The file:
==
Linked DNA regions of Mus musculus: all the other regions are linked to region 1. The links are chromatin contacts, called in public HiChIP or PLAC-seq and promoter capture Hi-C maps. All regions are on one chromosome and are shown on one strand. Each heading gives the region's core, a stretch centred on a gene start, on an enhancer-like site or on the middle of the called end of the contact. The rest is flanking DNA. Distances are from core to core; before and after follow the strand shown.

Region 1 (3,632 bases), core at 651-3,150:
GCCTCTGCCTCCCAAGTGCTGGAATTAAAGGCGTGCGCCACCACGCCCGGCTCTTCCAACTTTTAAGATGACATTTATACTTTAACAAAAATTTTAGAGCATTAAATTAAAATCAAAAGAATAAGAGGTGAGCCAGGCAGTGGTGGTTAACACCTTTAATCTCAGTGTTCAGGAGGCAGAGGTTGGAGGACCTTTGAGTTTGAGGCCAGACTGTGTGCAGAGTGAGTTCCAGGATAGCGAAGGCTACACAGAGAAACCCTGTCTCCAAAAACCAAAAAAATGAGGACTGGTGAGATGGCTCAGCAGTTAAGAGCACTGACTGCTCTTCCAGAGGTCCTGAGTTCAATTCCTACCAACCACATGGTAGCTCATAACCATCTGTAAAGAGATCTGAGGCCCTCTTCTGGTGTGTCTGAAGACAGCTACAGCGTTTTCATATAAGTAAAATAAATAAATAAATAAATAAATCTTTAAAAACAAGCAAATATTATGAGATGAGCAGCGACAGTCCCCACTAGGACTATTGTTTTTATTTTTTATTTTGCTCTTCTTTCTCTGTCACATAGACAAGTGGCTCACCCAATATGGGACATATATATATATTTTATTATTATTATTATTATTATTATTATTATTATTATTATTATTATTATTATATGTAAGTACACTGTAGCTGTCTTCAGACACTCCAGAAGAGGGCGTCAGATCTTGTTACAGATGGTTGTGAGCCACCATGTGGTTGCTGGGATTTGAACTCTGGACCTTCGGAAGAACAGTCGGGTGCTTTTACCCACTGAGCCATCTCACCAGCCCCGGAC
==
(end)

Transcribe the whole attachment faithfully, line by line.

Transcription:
Linked DNA regions of Mus musculus: all the other regions are linked to region 1. The links are chromatin contacts, called in public HiChIP or PLAC-seq and promoter capture Hi-C maps. All regions are on one chromosome and are shown on one strand. Each heading gives the region's core, a stretch centred on a gene start, on an enhancer-like site or on the middle of the called end of the contact. The rest is flanking DNA. Distances are from core to core; before and after follow the strand shown.

Region 1 (3,632 bases), core at 651-3,150:
GCCTCTGCCTCCCAAGTGCTGGAATTAAAGGCGTGCGCCACCACGCCCGGCTCTTCCAACTTTTAAGATGACATTTATACTTTAACAAAAATTTTAGAGCATTAAATTAAAATCAAAAGAATAAGAGGTGAGCCAGGCAGTGGTGGTTAACACCTTTAATCTCAGTGTTCAGGAGGCAGAGGTTGGAGGACCTTTGAGTTTGAGGCCAGACTGTGTGCAGAGTGAGTTCCAGGATAGCGAAGGCTACACAGAGAAACCCTGTCTCCAAAAACCAAAAAAATGAGGACTGGTGAGATGGCTCAGCAGTTAAGAGCACTGACTGCTCTTCCAGAGGTCCTGAGTTCAATTCCTACCAACCACATGGTAGCTCATAACCATCTGTAAAGAGATCTGAGGCCCTCTTCTGGTGTGTCTGAAGACAGCTACAGCGTTTTCATATAAGTAAAATAAATAAATAAATAAATAAATCTTTAAAAACAAGCAAATATTATGAGATGAGCAGCGACAGTCCCCACTAGGACTATTGTTTTTATTTTTTATTTTGCTCTTCTTTCTCTGTCACATAGACAAGTGGCTCACCCAATATGGGACATATATATATATTTTATTATTATTATTATTATTATTATTATTATTATTATTATTATTATTATTATATGTAAGTACACTGTAGCTGTCTTCAGACACTCCAGAAGAGGGCGTCAGATCTTGTTACAGATGGTTGTGAGCCACCATGTGGTTGCTGGGATTTGAACTCTGGACCTTCGGAAGAACAGTCGGGTGCTTTTACCCACTGAGCCATCTCACCAGCCCCGGAC